Organized attempts to correct environmental problems are doomed to failure because the dichotomy of man and land is preserved. The environment is nothing but that which surrounds us. "Once we see our place, our part of the world, as surrounding us, we have already made a profound division between it and ourselves." Organized conservation places the focus of value not on a personal care for the land, but places it one step away- on society. Societal solutions cannot be as effective as individual solutions. "The use of the world is final a personal matter, and the world can be preserved in health only by the forbearance and care of a multitude of persons." Character and culture should reflect the responsibilities and obligations of being a member of the man land community.

The hope for man lies in a responsible and unifying agriculture. "We can have agriculture only within nature and culture only within agriculture." An agriculture in tune to the health of the land ensures development of character and ensures cultural richness and health. Rather than giving experts the job of food production, we should give back the farmer or husbandman his livelihood, the responsibility of growing and nurturing food. Instead of expertise, we should rely on experience. "Experience which is the basis of culture, tends always towards wholeness because it is interested in the meaning of what has happened..." By living, working, resting and recreating in the same place can a unity of life exist which will form a foundation of culture by being a producer of ecological morality and character along with energy, and body and soul sustaining food.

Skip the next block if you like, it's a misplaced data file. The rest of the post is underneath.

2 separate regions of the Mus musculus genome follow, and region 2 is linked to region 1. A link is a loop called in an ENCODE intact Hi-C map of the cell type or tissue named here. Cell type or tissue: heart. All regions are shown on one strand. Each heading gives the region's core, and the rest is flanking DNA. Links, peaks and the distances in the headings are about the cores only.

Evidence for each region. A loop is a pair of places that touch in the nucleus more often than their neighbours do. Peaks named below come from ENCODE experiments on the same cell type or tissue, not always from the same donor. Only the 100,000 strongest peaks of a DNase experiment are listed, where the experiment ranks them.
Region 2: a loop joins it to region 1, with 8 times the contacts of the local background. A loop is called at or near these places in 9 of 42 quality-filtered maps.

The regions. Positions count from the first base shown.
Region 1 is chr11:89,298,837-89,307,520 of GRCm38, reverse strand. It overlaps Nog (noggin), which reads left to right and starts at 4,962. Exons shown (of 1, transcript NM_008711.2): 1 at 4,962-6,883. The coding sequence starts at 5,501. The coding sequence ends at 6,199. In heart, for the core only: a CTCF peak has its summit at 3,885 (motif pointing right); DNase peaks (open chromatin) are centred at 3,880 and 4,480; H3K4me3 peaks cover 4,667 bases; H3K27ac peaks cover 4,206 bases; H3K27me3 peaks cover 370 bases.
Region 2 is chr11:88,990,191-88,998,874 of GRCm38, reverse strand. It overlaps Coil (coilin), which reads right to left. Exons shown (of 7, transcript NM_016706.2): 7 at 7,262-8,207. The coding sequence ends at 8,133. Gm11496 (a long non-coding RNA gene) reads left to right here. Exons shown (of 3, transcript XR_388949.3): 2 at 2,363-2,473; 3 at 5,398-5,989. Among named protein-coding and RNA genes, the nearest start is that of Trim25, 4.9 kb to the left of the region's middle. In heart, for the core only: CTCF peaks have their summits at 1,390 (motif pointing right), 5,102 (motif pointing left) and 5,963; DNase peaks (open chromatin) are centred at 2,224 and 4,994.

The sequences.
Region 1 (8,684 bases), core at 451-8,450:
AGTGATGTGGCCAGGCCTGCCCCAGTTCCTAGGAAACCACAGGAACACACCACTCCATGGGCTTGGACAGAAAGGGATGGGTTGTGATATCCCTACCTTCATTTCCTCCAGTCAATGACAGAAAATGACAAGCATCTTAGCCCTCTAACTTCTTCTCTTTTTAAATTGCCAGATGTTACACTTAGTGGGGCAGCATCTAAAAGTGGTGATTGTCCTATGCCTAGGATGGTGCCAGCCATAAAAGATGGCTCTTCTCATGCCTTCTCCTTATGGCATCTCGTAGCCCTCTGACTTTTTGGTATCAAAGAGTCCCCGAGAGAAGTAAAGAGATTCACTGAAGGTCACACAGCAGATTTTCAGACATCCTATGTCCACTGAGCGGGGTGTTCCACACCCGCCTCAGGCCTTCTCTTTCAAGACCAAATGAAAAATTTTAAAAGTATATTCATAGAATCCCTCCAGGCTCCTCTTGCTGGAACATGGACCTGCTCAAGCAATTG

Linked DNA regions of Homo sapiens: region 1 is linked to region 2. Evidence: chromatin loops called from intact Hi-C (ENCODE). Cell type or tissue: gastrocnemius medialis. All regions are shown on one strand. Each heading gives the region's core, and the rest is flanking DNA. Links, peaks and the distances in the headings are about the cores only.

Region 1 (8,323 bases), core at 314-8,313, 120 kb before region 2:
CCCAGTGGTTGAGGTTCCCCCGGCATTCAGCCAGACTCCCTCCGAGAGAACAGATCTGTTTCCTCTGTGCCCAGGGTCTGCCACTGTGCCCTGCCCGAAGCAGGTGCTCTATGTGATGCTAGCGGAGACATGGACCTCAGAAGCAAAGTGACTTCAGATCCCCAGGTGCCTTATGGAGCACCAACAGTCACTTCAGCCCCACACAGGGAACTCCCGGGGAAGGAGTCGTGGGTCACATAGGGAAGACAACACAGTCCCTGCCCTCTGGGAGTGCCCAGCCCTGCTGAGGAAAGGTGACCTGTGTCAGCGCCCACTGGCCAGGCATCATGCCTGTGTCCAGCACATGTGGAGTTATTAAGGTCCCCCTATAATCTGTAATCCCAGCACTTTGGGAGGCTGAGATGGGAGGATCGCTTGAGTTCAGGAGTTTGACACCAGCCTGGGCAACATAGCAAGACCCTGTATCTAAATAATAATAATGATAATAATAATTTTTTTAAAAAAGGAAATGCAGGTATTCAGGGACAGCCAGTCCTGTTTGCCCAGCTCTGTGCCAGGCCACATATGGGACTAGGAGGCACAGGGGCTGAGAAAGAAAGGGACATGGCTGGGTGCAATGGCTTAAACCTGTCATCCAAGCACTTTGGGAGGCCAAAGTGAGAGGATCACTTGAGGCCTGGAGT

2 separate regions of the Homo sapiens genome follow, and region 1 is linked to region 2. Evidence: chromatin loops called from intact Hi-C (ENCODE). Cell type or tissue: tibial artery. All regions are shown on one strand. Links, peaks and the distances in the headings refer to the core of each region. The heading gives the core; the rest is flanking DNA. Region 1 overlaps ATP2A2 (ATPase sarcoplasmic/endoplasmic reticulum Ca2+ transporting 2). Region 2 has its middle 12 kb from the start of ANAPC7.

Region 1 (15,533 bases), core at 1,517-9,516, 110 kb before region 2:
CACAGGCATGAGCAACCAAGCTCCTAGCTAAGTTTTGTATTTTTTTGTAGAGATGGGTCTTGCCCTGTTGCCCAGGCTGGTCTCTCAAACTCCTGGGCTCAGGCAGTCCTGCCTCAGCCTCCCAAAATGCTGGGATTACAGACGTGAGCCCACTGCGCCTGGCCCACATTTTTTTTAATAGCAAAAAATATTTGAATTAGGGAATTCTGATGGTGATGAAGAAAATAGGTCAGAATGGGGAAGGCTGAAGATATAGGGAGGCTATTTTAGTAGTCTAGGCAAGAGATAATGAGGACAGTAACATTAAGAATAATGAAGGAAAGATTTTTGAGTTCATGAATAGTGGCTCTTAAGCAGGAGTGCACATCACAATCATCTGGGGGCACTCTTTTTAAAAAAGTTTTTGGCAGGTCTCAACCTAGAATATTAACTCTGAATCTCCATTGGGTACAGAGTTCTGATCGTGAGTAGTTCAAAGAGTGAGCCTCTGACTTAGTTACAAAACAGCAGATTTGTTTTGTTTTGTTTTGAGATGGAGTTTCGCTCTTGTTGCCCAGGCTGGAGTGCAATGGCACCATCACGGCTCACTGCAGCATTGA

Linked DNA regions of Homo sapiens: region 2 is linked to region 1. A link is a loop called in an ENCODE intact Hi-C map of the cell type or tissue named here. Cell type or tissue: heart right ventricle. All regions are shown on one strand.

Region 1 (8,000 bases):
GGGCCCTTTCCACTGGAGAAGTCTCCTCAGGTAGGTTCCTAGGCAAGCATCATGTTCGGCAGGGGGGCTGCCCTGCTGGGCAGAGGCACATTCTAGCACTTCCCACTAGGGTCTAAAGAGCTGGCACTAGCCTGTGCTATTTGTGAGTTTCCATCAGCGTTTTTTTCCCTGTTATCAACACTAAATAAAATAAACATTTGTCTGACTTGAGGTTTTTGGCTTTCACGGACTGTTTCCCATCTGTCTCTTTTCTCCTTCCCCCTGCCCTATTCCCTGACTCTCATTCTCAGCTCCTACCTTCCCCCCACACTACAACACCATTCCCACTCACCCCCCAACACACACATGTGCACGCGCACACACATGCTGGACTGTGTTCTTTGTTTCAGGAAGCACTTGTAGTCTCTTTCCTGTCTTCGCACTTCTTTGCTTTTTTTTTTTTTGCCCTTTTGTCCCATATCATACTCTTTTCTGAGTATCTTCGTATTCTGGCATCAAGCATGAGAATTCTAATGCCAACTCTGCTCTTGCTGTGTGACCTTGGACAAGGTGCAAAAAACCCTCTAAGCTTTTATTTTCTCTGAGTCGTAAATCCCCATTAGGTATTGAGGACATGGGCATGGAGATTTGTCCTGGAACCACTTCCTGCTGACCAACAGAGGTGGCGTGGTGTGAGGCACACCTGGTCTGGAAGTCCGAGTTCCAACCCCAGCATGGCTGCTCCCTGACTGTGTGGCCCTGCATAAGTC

Roderick Nash’s Wilderness in the American Mind delves into the role of wilderness in the development of american character and its role in american life. Wilderness was the initial condition of this continent and furnished the raw material from which civilization(in both the material and psychological sense) was made. Wilderness, by definition, is an area of land where the effects of man and his civilization do not exist. It is, according to the transcendentalists, a mirror of creation itself. It is the antithesis of civilization, where man apparently strikes out on his own.

The common theme which seems to underlie the reasons for wilderness is to provide a balance to offset the effects of civilization. Civilization does not supply all the essentials for maintaining health in people. Man, originally a creature out of the wilderness- needs them to satisfy his basic instincts, without which tension and despair usually result. Wild areas offer the spark of creativity necessary for realizations of human potential. Without the tonic of wilderness, life would revert to meaningless drudgery. Because pressure will always be born by wilderness areas in an increasingly resource deficient world, and considering the non-renewability of wilderness areas, constant attention must be aimed at preserving its integrity.